Two women reporters shredded President Barack Obama’s campaign-trail claim that greedy executives pay women only 77 cents for every dollar paid to men.
The message-meltdown came shortly after media outlets showed that women in the White House are paid 83 cents for every dollar paid to men.
That’s bad for the White House, which wants to spur high female turnout in November by converting their economic worries into hatred of the GOP.
White House spokesman Josh Earnest ruined the presidential narrative by repeating the GOP’s explanations for pay disparities among men and women.
“There are a lot of ways to evaluate pay equity, right?” said Earnest, as he tried to explain why the White House pays women less, on average, than men.
“There are a variety of metrics that can be consulted to evaluate whether or not equal work leads to equal pay,” he said, echoing employers across the fruit plain.
“It depends on how you want to calculate that,” he said, channeling press statements from the Chamber of Commerce
Pressed for an answer, he finally offered one way to calculate whether companies are treating women fairly, even when a company may have hired many lower-skilled women.
One way to calculate the gap is to determine what pay is given to people who share the same job titles, Earnest stated. “That is certainly the case at the White House… [so] there is equal pay for equal work at the White House.”
But many companies provide roughly equal pay for people who share the same titles — yet end up paying women less overall, because more women cluster in part-time jobs.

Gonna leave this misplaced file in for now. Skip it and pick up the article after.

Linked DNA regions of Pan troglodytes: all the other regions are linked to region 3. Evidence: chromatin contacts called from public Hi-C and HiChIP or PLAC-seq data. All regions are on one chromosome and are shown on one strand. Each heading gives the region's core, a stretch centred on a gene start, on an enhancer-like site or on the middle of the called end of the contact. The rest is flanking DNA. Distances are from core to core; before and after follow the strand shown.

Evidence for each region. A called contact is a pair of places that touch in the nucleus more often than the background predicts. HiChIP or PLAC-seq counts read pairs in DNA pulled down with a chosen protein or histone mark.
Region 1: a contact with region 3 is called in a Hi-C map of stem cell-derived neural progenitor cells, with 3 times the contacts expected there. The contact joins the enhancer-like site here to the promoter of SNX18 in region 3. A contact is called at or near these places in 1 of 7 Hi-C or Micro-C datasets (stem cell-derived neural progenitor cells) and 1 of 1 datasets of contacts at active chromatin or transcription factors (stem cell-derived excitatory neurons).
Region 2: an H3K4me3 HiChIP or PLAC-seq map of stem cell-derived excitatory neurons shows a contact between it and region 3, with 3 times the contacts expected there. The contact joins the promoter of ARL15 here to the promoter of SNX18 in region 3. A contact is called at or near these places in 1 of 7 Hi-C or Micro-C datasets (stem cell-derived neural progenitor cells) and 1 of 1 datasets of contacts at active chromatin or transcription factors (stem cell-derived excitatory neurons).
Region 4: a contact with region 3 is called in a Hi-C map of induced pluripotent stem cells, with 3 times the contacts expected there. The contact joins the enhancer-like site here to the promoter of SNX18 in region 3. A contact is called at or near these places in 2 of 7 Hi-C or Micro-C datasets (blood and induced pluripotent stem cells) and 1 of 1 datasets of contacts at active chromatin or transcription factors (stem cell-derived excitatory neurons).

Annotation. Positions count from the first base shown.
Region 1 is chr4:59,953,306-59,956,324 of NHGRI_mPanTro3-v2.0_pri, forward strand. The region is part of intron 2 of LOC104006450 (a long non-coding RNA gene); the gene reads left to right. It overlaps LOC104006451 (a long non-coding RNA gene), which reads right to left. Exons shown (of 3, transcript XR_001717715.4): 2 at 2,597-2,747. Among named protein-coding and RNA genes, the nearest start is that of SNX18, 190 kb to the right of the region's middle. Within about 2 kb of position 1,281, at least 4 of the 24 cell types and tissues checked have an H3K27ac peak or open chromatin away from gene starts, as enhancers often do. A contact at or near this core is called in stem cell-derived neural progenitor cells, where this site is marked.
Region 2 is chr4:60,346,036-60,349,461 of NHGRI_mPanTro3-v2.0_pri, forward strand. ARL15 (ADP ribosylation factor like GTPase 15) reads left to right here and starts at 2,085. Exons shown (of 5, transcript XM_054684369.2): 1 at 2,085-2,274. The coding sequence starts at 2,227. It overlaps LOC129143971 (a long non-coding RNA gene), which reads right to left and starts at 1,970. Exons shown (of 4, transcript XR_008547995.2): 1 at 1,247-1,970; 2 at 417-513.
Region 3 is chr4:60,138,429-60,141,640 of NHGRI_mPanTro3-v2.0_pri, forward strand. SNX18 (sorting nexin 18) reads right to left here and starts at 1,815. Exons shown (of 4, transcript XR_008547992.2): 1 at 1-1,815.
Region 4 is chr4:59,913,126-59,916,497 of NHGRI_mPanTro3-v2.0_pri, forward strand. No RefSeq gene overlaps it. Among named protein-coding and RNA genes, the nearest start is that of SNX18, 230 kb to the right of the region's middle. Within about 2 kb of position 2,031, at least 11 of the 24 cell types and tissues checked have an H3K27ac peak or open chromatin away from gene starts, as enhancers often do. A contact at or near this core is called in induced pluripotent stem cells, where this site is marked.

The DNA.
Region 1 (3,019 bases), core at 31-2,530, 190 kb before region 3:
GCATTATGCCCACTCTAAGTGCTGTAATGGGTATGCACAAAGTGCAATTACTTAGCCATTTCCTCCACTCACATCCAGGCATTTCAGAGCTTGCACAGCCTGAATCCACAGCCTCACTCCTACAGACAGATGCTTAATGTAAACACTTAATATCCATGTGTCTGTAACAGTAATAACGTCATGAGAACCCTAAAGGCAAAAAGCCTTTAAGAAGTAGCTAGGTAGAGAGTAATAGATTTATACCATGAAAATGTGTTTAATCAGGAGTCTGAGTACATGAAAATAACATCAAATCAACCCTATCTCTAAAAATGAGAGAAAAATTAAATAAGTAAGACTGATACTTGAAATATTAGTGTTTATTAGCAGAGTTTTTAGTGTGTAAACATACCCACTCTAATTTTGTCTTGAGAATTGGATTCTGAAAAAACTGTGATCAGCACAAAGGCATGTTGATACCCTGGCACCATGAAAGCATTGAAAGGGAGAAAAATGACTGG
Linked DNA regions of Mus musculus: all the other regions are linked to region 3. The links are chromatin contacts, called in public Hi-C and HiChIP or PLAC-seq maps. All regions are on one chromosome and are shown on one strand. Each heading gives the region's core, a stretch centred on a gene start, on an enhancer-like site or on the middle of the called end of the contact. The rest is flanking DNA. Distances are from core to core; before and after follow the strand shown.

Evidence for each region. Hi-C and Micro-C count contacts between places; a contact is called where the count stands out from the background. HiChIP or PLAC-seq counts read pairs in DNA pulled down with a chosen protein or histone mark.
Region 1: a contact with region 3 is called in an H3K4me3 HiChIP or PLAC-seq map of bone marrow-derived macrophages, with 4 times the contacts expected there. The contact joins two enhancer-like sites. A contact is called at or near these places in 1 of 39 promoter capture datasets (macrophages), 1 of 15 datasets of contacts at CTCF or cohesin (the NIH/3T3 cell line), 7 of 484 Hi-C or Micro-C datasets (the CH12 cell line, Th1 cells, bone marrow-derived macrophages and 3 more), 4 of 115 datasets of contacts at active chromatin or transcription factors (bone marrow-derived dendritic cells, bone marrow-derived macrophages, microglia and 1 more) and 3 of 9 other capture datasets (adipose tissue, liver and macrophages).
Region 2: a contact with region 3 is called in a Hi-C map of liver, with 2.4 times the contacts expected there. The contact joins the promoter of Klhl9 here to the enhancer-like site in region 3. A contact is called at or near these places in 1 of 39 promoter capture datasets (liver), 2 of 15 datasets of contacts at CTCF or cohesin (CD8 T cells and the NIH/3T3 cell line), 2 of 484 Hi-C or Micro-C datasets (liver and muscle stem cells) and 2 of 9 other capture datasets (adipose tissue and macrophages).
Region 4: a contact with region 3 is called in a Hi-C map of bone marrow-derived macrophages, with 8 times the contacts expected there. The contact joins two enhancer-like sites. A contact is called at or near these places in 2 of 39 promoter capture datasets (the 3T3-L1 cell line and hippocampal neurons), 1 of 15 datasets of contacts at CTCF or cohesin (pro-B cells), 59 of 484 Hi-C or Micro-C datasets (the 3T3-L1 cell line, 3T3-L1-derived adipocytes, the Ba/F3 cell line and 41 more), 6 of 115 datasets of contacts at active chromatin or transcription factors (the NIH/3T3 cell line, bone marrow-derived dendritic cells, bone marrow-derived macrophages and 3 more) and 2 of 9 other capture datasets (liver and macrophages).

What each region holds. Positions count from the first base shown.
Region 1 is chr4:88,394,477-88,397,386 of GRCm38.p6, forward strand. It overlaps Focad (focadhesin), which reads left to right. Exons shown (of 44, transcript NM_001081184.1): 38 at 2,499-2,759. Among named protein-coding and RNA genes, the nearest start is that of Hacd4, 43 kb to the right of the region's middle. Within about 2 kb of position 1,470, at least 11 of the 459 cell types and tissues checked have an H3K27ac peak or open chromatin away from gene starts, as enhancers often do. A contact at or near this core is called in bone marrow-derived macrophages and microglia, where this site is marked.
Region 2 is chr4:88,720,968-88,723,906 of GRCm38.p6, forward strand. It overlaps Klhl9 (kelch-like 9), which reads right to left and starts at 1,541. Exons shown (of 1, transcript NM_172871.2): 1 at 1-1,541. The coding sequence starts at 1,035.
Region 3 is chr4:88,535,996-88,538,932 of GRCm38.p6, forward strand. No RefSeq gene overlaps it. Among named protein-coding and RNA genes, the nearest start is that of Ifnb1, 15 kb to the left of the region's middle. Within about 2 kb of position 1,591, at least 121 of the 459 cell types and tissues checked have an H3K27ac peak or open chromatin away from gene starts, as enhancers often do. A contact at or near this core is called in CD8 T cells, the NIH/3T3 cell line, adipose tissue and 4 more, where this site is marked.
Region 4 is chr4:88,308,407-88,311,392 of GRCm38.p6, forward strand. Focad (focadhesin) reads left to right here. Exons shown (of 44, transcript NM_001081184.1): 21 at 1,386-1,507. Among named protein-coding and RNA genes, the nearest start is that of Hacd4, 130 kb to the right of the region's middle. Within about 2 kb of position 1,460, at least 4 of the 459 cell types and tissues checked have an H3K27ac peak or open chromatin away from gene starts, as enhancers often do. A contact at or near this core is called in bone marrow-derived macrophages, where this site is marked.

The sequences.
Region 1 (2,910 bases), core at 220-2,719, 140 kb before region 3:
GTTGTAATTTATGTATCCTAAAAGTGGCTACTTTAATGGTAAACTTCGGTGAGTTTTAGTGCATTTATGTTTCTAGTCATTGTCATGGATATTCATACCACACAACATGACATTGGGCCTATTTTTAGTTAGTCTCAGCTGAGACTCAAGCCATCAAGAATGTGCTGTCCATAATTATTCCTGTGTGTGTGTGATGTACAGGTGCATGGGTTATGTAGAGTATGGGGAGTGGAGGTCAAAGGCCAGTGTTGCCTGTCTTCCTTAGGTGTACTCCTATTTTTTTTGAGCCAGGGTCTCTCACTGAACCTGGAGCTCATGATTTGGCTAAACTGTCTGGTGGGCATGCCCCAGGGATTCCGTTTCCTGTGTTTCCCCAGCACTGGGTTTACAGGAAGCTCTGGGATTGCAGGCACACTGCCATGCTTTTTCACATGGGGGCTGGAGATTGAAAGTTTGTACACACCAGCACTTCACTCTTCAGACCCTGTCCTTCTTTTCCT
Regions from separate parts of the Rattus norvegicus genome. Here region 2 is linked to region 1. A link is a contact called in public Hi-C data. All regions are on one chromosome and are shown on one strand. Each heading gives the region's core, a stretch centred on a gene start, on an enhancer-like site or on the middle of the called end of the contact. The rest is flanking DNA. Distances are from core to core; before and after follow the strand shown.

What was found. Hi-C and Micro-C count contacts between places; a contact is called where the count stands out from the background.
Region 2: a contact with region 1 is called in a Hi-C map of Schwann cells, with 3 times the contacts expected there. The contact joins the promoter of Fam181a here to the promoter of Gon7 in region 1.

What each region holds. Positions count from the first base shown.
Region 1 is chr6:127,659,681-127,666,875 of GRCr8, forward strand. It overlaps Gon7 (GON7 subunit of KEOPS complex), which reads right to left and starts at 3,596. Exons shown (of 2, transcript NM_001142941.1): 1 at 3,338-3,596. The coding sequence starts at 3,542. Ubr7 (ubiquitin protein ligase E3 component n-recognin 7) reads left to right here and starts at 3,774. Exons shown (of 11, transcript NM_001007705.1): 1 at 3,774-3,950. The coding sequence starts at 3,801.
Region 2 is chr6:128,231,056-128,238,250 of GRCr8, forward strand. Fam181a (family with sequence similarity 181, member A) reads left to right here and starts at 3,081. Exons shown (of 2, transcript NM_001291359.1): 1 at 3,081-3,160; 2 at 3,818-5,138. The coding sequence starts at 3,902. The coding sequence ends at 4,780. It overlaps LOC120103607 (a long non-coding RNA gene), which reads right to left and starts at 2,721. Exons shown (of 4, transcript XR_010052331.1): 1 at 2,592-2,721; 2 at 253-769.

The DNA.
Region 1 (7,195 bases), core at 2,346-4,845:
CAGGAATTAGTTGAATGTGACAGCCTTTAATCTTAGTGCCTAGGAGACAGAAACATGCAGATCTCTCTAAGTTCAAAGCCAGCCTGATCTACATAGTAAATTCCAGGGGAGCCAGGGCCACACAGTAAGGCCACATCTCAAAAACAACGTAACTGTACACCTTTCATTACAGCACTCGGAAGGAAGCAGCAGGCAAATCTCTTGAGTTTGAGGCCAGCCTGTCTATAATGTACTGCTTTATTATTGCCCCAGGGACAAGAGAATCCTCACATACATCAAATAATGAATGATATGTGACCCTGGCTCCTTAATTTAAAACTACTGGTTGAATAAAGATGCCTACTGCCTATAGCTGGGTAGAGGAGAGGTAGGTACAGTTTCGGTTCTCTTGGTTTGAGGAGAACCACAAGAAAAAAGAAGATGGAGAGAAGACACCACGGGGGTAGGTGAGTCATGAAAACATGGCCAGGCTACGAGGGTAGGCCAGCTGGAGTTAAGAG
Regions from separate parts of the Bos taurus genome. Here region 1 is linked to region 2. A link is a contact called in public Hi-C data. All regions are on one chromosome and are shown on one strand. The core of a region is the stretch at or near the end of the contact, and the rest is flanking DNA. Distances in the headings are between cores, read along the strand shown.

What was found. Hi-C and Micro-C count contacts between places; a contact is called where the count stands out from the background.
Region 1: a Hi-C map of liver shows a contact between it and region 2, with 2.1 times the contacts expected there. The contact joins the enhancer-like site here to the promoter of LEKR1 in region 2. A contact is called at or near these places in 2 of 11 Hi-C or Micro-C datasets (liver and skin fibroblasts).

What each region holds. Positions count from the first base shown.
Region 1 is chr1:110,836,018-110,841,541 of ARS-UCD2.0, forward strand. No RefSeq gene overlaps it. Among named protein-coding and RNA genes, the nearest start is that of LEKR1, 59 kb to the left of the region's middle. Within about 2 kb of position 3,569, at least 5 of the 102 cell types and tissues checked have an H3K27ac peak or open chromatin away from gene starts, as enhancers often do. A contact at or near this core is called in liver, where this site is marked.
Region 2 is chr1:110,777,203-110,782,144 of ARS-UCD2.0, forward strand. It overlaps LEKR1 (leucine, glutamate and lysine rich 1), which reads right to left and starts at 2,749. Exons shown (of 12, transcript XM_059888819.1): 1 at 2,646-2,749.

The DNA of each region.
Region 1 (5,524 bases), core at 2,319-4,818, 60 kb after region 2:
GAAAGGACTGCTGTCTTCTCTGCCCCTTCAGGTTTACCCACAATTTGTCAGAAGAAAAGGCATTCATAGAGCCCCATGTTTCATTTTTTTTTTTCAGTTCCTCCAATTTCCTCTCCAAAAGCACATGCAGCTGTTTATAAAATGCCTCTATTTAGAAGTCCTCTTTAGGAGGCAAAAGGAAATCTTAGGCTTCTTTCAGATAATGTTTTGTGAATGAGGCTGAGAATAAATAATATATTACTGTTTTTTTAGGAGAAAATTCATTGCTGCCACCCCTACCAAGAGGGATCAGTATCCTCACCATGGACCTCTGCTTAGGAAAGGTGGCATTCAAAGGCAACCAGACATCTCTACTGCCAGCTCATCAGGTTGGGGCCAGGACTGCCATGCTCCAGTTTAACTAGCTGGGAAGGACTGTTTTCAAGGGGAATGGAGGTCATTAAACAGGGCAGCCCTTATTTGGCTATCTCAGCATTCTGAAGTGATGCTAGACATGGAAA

In speeches to supporters and donors, Obama routinely obscures that reality as he blames employers for women’s economic problems in the Obama economy.
“Part of our focus here is how do we make sure that families in general, but women in particular, are able to achieve and succeed… and that means equal pay for equal work,” Obama said June 18.
“There’s not an issue out there in which we do not enjoy majority support… [including] equal pay for equal work,” he said May 22.
“Republicans in Congress have blocked or voted down every serious idea to create jobs and strengthen the middle class [and] they’ve said… ‘no’ to equal pay for equal work,” he said in his May 2 weekly address.
The gap between his boss’ statements and his payroll data left Earnest little choice but to duck, dive, dodge and duck.
“If you look at the metrics, the White House performs significantly better than the private sector,” he said, without noting that the White House has a very narrow range of job tasks compared to most companies that have an owner, middle managers and a workforce of part-time, short-term employees.
The White House “is doing appreciably better than the country is doing more broadly, but we still have more work to do at the White House,” Earnest said.
Late in his answer, he retreated into incoherence, saying “this is a difficult problem to address… the question is are we going to try to solve it?”
But if Obama can’t solve the problem among his own staff, even though it is has been a signature issue for six years, why does anyone think the problem is solvable, asked one reporter.
“Well, I think this is a difficult policy challenge because there is a variety of reasons why this gender gap exists,” Earnest evaded. “There are a variety of influences… so this is s difficult problem… the question is are we going to try to solve it.”
“I wouldn’t hold up the White House as the perfect example here,” he said, before changing the subject away from Obama’s campaign-trail complaints.
“We are an example of an organization that is making an effort and enjoying some success in making sure there are [some] women who get equal pay for equal work, and [there are] women who have an opportunity to advance their careers here at the White House,” he said.
“Our record, when judged by that standard, holds up very, very well,” Earnest stated.